We are all aware that an ultrasound is a life-saving piece of medical equipment, but is it possible that it may also hold the secret to better wine?
Medical Use is Very Familiar
An ultrasound is an integral part of any medical professional’s toolkit and aids in diagnosing a large variety of conditions. The ultrasound does this by emitting sound waves (undetectable by the human ear) through the tissue of the body via a transducer.
The echoes are transmitted as the sound waves bounce off the tissue in the body and the data is then used to produce an image. Today’s high-resolution ultrasound machines can produce an image of amazing quality.
But for Wine Making?
Though ultrasound has been used successfully in other food making processes, in winemaking it had really only ever been used to clean barrels.
As far back as 1963 there have been experiments done trying to apply ultrasound technology to improve wine grape processing, but with limited results. But now, a Castile-La Mancha based wine product distributor is testing the theory that ultrasonic pulses can be used to both save the winemaker time, and to generate more from the grapes themselves. If true, this can be a new boon to both the winemaking and ultrasound markets.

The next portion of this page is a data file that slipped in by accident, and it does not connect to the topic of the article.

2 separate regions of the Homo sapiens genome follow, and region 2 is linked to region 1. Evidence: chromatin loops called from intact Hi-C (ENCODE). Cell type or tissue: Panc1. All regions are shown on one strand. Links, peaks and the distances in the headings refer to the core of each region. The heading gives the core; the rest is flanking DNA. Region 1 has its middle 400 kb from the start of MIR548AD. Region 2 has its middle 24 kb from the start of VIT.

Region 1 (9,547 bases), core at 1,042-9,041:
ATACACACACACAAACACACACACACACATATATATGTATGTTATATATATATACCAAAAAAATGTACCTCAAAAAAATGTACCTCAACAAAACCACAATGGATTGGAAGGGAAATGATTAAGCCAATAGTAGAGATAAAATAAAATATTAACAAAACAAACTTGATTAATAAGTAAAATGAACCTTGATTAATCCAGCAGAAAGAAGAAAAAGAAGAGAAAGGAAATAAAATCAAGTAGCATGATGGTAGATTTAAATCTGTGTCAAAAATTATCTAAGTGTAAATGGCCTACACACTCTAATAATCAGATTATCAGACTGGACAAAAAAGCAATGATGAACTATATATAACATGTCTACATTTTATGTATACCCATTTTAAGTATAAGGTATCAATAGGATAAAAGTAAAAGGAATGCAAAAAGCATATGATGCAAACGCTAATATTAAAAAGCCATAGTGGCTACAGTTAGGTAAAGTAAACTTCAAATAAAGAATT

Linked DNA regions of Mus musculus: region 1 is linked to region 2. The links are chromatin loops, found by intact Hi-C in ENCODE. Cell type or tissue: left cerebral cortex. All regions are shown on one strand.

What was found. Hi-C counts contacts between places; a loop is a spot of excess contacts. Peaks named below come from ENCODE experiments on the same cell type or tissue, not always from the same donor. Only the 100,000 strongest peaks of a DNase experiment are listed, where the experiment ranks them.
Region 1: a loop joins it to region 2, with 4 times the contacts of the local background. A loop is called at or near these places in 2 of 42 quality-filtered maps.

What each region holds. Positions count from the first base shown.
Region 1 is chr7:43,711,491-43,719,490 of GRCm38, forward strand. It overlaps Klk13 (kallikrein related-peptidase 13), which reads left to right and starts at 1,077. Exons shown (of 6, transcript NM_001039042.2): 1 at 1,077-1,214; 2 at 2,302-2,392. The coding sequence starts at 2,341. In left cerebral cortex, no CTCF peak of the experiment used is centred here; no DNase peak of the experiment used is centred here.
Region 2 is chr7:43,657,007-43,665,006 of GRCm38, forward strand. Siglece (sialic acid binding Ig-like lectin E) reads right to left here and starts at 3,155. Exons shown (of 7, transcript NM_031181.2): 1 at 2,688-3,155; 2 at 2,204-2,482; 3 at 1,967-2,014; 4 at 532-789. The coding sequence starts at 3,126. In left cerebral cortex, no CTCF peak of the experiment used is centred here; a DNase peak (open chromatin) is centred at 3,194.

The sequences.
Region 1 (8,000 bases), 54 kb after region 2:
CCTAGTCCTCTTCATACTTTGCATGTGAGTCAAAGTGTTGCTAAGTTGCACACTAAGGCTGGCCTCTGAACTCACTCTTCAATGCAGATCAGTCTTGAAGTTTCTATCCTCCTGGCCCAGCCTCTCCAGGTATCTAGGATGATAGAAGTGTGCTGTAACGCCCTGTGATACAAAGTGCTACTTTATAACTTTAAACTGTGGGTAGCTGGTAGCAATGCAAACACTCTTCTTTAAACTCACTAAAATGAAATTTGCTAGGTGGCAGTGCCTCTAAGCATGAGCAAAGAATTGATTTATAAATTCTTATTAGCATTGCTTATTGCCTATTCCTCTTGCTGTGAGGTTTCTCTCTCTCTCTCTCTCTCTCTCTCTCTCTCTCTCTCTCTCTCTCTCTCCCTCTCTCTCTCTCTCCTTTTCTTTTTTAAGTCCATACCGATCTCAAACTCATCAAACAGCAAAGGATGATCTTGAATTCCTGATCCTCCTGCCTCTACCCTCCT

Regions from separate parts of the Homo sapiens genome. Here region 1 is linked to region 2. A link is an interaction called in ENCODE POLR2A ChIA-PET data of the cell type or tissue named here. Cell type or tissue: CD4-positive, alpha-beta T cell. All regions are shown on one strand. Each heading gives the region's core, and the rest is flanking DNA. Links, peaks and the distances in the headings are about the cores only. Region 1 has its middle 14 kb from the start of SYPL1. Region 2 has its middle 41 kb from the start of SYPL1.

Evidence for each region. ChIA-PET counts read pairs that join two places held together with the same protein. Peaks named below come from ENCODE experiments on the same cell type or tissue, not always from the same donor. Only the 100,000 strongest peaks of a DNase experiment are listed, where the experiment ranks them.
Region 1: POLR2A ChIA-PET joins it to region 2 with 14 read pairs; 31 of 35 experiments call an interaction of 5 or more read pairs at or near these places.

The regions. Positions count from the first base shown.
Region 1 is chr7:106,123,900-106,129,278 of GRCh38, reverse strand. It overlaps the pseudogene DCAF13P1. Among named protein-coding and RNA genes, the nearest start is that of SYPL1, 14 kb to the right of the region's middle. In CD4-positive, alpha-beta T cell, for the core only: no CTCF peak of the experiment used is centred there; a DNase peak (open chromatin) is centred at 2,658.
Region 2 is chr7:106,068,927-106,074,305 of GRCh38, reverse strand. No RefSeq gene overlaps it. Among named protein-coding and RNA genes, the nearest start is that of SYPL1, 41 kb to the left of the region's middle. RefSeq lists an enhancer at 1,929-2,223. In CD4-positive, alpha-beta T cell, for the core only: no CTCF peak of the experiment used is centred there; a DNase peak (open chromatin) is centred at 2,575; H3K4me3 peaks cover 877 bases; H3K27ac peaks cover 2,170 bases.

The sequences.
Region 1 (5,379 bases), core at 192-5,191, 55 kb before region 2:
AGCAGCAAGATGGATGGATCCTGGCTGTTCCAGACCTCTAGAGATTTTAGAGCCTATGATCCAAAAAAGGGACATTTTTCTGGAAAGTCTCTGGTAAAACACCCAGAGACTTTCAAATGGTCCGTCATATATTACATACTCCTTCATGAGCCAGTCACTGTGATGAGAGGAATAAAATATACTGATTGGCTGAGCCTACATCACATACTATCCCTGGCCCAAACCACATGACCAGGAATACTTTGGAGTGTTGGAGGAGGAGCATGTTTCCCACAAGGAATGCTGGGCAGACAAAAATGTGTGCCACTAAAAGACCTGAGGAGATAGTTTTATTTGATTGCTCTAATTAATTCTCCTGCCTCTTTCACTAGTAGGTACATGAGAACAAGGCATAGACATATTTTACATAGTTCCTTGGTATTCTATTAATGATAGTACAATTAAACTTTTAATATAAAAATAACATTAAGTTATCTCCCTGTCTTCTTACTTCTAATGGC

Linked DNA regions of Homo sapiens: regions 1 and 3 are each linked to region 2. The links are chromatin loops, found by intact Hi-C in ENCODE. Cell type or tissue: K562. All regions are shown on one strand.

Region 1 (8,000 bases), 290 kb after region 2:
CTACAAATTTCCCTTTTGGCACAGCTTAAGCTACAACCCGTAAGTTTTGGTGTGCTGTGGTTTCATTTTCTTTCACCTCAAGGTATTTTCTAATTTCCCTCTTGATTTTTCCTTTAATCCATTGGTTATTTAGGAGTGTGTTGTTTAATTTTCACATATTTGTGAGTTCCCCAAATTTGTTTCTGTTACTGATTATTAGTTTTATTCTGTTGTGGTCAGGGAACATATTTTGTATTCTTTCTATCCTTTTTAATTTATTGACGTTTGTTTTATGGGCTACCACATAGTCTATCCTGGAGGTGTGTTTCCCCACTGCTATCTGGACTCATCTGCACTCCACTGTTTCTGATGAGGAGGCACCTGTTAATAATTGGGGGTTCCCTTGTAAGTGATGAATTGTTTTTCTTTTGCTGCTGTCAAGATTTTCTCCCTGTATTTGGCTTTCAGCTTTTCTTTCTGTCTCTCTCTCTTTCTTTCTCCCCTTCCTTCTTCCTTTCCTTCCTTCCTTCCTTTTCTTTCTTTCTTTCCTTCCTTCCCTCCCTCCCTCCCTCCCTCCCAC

Storing the grapes in a large container, the winemaker will subject the grapes to a large amount of low-frequency sound. This technique is used as a portion of the grape crushing called maceration, when tannins and enzymes appear from the grape skins.
The idea is that the sound will create gas bubbles that eventually break down the grape skin and extract the desired chemical components. They hope this process will affect not only wine production time and reduce material waste, but will also improve both color and taste as well.